The original Super Stickman Golf by Noodlecake Studios is one of my favorite mobile games (links to stores available here). It’s a simple yet challenging way to pass a few minutes of time. Everybody likes mini-golf, right? Super Stickman Golf 2 picks up right where the first left off, adding a few new features and a bunch of new in-app purchase options.
Merits of the upgrade aside, there’s one particular issue with the game that hasn’t changed between the two versions, and it has caused me a tiny amount of grief a few times now. When playing a single player round, backing out to the main menu doesn’t save the player’s progress, and the game doesn’t do anything to warn them of this either. Just like Microsoft Word prompts users before leaving changes unsaved, games always should tell the player before they lose progress.
While thatgame’s(ux) has focused primarily on video games so far, tabletop games aren’t exempt from needing user-centered design. The design of the rules book is an obvious place that usability can step in, but well-designed packaging is another one, as well as the construction of the game’s components. Back in February 2012 we talked about the great “progressive enhancement” that takes place in getting Set (the card game) up and running for new players.
I recently played a game of 1st and Goal, a 2011 football sim board game (from designer Stephen Glenn and published by R&R Games), and I was struck by one tiny, amazing feature of the game. It features a magnetic football that sticks to the board. Why is this so awesome? Well let me tell you…
One of the many game modes in the EA’s Madden NFL football series is the “Create a Superstar” mode. It puts an RPG-esque twist on winning the Lombardi Trophy by letting you “level up” your superstar’s skills as you gain experience. This concept certainly isn’t novel though – I’ve talked a little bit about a similar mode in MLB 2K12 recently.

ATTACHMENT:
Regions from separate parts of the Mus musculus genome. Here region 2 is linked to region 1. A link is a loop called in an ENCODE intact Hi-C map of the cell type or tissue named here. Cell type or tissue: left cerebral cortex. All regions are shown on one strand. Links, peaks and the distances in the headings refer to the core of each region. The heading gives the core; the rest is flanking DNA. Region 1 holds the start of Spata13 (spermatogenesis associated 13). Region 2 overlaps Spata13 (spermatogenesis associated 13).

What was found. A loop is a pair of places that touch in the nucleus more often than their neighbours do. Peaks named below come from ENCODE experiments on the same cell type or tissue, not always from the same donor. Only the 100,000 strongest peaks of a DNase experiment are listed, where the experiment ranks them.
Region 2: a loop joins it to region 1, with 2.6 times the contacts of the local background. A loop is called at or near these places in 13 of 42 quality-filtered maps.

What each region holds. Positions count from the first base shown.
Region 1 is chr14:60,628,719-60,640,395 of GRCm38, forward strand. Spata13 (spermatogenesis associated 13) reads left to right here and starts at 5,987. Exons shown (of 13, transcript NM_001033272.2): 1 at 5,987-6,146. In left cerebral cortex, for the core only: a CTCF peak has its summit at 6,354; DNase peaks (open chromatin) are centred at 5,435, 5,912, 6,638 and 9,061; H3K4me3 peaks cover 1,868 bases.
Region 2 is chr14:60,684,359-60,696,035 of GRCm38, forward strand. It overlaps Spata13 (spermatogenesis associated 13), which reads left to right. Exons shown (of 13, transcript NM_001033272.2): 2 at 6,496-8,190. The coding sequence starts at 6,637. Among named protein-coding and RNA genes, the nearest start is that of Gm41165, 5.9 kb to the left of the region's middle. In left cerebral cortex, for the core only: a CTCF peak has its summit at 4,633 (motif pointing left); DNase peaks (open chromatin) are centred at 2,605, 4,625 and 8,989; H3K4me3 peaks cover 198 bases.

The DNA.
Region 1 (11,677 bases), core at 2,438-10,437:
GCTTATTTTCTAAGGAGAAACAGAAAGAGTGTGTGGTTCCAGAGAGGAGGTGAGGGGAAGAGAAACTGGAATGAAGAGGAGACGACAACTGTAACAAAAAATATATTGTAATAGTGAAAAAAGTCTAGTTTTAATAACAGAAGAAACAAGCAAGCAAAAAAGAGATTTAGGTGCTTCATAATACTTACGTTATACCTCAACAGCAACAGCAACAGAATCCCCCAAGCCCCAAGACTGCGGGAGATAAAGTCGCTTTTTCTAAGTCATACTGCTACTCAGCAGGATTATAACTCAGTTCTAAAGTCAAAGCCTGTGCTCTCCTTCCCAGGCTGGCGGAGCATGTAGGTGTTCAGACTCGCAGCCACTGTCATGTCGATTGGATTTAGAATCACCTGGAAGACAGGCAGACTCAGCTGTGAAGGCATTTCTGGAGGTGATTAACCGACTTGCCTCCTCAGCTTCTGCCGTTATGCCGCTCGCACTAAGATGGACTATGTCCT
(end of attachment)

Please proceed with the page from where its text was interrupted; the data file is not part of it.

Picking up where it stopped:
Since you are creating a superstar after all, there are quite a few details to be worked out – from hair style to shoe color and all kinds of things in between. Madden NFL even includes an extensive list of colleges that your superstar could have attended. I’m not sure exactly how many there are, but it’s a ludicrous amount. And this is where the problem comes in – EA might have picked the worst possible way for players to select a college.
As previouslymentioned, NHL 12 has some usability issues. For a game of its scope, maybe that’s not unexpected. There are a lot of menus to sift through for sim-heavy parts of the game like the Be a GM mode. But being able to change what players are on what line shouldn’t be that hard. It’s been in every hockey game since the beginning of time (probably). Unfortunately, NHL 12 manages to be terrible in a lot of ways on this one screen. Continue reading →
In a recent blog post, I talked about how MLB 2K12 takes way too long due to some very realistic ballpark animations. The best way to shorten your game is to turn on “hurry up mode” – basically, it’s like the game is constantly pressing the A button for you to skip the animations (think of the wear and tear on your controller!)
I could think of less awkward ways for the game to speed things along, but that’s not the point of this post. The point is, the menu option where you pick hurry up mode acts really strangely if you aren’t paying close attention to what’s going on. It’s not ever a good idea to break the laws of physics, and I’d say that’s especially true in a game’s menu system.